>   NVDIMM and use frame_table. A benefit of this solution is that other
>   data (3)-(5) can be got from page_info as well. However, due to the
>   same reason for machine_to_phys_mapping[] and the concern that the
>   large number of page_info structures required for large NVDIMMs may
>   consume lots of ram, page_info and frame_table seems not a good place
>   either.

For this particular item struct page_info is the wrong place
anyway, due to what I've said above. Also extension
suggestions of struct page_info are quite problematic, as any
such implies a measurable increase on the memory overhead
the hypervisor incurs. Plus the structure right now is (with the
exception of the bigmem configuration) a carefully arranged
for power of two in size.

> * At the end, we choose to introduce a new data structure for above
>   per-page data (2)-(5)
>     struct nvdimm_page
>     {
>         struct domain *domain;    /* for (3) */
>         uint64_t      gfn;        /* for (2) */
>         unsigned long count_info; /* for (4) and (5), same as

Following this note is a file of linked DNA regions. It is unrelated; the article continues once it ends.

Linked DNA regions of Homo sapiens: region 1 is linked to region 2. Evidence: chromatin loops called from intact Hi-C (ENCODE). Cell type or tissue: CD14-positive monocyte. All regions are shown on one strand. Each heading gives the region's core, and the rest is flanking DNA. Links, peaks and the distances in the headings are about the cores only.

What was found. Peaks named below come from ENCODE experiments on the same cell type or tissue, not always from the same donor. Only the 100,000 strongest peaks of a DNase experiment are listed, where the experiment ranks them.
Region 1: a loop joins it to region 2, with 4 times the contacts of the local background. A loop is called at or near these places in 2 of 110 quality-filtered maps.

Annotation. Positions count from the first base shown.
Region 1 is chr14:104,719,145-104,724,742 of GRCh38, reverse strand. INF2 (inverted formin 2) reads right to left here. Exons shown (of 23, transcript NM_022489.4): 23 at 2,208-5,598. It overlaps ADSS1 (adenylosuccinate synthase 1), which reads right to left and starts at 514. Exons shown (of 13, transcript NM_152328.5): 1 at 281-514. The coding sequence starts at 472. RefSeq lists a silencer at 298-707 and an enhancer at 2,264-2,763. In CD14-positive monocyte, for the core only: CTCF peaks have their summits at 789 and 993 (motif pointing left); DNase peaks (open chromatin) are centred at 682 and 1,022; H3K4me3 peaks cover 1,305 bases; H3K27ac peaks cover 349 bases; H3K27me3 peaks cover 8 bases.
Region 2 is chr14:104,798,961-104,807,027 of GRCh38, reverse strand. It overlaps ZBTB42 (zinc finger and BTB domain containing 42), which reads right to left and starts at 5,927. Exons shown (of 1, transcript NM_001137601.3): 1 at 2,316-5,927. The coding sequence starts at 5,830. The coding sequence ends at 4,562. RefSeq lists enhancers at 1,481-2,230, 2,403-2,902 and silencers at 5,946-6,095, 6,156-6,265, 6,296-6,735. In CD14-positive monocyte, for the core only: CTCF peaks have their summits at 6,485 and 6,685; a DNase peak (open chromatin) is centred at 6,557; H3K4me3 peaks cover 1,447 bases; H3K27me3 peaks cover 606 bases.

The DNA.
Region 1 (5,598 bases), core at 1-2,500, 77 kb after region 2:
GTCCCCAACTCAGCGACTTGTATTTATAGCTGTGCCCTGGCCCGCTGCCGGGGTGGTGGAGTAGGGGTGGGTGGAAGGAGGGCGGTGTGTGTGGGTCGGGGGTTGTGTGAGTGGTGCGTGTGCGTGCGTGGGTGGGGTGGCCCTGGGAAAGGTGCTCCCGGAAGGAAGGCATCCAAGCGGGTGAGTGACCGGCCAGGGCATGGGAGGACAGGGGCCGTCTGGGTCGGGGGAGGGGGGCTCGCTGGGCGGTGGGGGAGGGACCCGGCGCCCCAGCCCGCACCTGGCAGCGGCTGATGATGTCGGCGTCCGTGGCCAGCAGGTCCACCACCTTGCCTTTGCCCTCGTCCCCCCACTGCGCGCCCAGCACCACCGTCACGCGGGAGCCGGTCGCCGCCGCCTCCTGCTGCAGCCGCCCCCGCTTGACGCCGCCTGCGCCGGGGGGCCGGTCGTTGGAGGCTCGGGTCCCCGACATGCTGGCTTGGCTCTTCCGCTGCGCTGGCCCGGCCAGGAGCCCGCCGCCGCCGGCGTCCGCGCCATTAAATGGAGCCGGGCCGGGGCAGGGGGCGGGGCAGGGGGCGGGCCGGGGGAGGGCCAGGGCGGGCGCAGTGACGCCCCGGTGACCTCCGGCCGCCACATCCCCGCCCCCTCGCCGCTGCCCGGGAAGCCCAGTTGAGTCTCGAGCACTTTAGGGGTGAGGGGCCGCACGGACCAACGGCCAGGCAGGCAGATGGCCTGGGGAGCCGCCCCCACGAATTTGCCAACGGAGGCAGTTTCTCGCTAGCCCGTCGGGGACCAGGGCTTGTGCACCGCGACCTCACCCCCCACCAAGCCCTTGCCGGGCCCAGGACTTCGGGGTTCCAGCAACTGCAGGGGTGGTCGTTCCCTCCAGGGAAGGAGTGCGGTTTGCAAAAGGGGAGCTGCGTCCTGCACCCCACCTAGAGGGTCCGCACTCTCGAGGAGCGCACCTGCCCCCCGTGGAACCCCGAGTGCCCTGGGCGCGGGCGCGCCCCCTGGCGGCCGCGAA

> page_info->count_info */
>         /* other fields if needed, e.g. lock */
>     }

So that again leaves unaddressed the question of what you
imply to do when a guest elects to use such a page as page
table. I'm afraid any attempt of yours to invent something that
is not struct page_info will not be suitable for all possible needs.

>   On each NVDIMM interleave set, we could reserve an area to place an
>   array of nvdimm_page structures for pages in that interleave set. In
>   addition, the corresponding global nvdimm_iset structure is set to
>   point to this array via its 'pages' field.

And I see no problem doing exactly that, just for an array of
struct page_info.

>   One thing I have no idea is what percentage of ram used/reserved by
>   Xen itself is considered as acceptable. If it exists and a boot
>   parameter is given, we could let Xen choose the faster ram when
>   the percentage has not been reached.

I think a conservative default would be to always place the
control structures in NVDIMM space, unless requested to be
put in RAM via command line option.